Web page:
"With the utmost rigor we demand that all of the articles of Christian doctrine . . . be kept pure and certain. This is supremely necessary. For this doctrine is our only light, which illuminates and directs us and shows the way to heaven; . . . We can be saved without love and concord [among churches] . . . but not without pure doctrine and faith. . . . Therefore, as I often warn you, doctrine must be carefully distinguished from life. . . . [W]e can be lenient toward errors of life. For we, too, err daily in our life and conduct; so do all the saints, as they earnestly confess in the Lord's Prayer and the Creed. But by the grace of God our doctrine is pure; we have all the articles of faith solidly established in Sacred Scripture. The devil would dearly love to corrupt and overthrow these; that is he attacks us so cleverly with this specious argument about not offending against love and the harmony among the churches."
Martin Luther, Lectures on Galatians (1535) 5:10 ("and he who is troubling you will bear his judgment, whoever he is"), trans. Jaroslav Pelikan = LW 27, 41-42 = WA 40, p. 51 l. 15-p. 52 l. 25, as quoted by Carter Lindberg, in his "Luther's critique of the ecumenical assumption that doctrine divides but service unites," Journal of ecumenical studies 27, no. 4 (Fall 1990): 684 (679-696).
"We can be saved without love and concord" is going too far (cf. e.g. the "faith which worketh by charity" of the Decree on justification (Trent VI.7)), but there is something to the point Luther is making here nonetheless.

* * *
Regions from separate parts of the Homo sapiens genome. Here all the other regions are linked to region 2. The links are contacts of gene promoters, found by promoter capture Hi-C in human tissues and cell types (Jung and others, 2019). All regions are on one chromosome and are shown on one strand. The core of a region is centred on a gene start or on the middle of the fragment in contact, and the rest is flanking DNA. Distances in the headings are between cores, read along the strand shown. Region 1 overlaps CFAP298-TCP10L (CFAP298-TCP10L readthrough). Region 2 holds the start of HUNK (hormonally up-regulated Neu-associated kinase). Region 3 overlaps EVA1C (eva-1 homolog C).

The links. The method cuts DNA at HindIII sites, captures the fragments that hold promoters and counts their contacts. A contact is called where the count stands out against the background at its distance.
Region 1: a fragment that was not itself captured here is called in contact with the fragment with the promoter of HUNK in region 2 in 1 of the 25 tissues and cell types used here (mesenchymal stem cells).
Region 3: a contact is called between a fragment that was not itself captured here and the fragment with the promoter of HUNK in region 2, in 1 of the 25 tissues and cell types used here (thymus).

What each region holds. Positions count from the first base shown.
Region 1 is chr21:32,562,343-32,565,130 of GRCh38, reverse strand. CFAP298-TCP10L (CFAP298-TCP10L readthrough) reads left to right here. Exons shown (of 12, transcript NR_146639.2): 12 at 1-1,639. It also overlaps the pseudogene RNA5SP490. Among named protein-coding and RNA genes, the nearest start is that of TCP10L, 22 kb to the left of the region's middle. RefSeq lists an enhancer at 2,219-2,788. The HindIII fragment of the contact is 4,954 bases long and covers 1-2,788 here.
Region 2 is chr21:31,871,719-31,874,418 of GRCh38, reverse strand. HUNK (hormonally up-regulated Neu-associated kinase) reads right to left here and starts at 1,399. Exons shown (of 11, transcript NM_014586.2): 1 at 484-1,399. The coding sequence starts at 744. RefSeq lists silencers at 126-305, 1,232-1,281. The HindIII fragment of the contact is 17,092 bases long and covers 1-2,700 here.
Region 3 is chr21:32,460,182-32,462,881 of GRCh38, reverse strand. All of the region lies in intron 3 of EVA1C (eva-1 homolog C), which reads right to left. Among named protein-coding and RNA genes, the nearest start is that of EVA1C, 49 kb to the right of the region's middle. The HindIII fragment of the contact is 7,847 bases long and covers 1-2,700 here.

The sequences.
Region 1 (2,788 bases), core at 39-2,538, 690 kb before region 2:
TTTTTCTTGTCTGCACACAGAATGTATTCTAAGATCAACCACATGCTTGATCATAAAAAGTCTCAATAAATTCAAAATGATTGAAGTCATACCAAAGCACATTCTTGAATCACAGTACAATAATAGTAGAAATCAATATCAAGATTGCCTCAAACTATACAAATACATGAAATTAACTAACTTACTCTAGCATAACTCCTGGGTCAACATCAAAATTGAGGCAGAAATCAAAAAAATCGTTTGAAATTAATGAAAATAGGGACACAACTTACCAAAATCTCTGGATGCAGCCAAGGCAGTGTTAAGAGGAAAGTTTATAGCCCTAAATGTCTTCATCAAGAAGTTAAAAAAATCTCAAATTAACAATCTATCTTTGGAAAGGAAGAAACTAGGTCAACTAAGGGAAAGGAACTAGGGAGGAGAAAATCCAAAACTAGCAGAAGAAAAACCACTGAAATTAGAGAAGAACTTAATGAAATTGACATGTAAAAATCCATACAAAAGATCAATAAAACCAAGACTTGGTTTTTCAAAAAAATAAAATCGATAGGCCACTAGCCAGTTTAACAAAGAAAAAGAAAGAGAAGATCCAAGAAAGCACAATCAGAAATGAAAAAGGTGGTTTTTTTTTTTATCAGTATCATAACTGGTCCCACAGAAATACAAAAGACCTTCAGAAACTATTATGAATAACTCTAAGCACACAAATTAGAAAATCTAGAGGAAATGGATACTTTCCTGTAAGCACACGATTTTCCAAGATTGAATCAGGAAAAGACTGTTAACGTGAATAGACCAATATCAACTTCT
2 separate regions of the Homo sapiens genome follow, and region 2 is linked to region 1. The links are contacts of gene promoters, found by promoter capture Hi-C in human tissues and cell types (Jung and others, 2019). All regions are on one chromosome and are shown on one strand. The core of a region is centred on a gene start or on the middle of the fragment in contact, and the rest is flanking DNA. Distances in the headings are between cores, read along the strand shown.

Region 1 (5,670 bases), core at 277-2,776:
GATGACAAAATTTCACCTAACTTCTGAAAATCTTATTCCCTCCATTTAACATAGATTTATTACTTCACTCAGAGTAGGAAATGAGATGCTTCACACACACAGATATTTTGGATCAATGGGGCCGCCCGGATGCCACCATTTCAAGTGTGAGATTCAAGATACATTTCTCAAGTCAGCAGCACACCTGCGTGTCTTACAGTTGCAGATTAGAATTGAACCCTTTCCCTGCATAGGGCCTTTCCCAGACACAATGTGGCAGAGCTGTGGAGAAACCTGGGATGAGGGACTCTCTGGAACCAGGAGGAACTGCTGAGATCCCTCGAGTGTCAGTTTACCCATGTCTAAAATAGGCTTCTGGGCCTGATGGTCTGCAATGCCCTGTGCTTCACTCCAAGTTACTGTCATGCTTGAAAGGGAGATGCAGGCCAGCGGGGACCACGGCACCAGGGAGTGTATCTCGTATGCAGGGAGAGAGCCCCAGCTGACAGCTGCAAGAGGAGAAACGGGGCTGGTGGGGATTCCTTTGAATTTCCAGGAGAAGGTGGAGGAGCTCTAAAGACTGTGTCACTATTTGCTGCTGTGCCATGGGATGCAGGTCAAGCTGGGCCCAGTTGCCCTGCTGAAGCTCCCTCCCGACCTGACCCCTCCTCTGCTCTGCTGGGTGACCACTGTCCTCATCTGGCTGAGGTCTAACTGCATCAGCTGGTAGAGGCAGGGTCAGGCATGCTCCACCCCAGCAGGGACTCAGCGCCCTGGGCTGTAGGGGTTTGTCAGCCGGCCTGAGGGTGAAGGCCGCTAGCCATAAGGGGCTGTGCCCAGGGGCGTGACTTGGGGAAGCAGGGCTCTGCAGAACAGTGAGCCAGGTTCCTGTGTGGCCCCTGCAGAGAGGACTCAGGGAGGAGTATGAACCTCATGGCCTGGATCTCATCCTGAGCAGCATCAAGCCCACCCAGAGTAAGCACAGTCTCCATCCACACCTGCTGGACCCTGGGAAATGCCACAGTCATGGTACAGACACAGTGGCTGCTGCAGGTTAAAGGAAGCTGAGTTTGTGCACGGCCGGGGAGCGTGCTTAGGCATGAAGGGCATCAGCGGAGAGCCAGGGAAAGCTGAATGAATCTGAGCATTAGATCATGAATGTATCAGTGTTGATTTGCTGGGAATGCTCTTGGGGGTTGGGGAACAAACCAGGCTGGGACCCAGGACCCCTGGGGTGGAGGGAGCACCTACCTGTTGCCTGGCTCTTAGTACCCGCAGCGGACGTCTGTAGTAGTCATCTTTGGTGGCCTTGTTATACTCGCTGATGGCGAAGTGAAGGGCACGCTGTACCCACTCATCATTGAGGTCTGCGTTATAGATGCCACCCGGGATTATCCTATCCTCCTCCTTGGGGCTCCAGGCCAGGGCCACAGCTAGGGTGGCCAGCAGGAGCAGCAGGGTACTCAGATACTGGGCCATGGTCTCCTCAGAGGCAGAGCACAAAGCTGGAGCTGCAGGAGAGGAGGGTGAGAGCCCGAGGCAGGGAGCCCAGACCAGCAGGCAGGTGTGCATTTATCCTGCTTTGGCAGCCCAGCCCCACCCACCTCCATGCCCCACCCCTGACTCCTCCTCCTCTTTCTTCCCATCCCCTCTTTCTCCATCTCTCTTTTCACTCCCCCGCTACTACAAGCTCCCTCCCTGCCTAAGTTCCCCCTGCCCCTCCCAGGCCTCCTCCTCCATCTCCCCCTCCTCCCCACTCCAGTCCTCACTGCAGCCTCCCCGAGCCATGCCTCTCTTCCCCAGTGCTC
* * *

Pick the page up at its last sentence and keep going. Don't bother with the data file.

"Doctrine and life are to be distinguished. Life is as bad among us as among the papists. Hence, we do not fight and damn them because of their bad lives. Wyclif and Hus, who fought over the moral quality of life, failed to understand this. I do not consider myself to be pious. But when it comes to whether one teaches correctly about the Word of God, there I take my stand and fight. That is my calling. To contest doctrine has never happened until now. Others have fought over life; but to take on doctrine—that is to grab the goose by the neck! . . . [W]hen the Word of God remains pure, even if the quality of life fails us, life is placed in a position to become what it ought to be. That is why everything hinges on the purity of the Word. I have succeeded only if I have taught correctly" (WA, Tischreden 1, pp. 294-295 (#624), as quoted by Lindberg (683), quoting Ozment; Lindberg, at least, gives no indication what a mishmash of Latin and German this is in the original!).
"It is not a fruit of the Spirit to criticize a doctrine by the imperfect life of the teacher. . . . I am not so much offended by the unfruitfulness of the spirit of Allstedt [Müntzer] as I am by his lying and his attempt to establish other doctrines. I would have paid little attention to the papists, if only they would teach correctly. Their evil life would not cause much harm. . . . For the Spirit of Christ condemns no one who teaches rightly, but bears with and supports and helps those who live rightly. He does not despise weak sinners as this Pharisaical spirit [Müntzer] does" ("Letter to the Princes of Saxony concerning the rebellious spirit" (1524), LW 40, 57 (49-59), as quoted by Lindberg (684); cf. WA 15, 218 (210-221)).
But Luther wasn't always consistent: "John Huss preached thus against the Pope from Matt. xvi. 18 — 'The gates of hell shall not prevail against my church. Is there there any obscurity or ambiguity? But the gates of hell do prevail against the Pope and his, for they are notorious throughout the world of their open impiety and iniquities. Is there any obscurity here either? ERGO: THE POPE AND HIS, ARE NOT THE CHURCH CONCERNING WHICH CHRIST SPEAKS'" (De servo arbitrio 37, trans. Henry Cole (discussion of the perspicuity of Scripture) =WA 18, 657, ll 21 ff.; note that there is no emphasis in the original as reproduced in the Weimarer Ausgabe).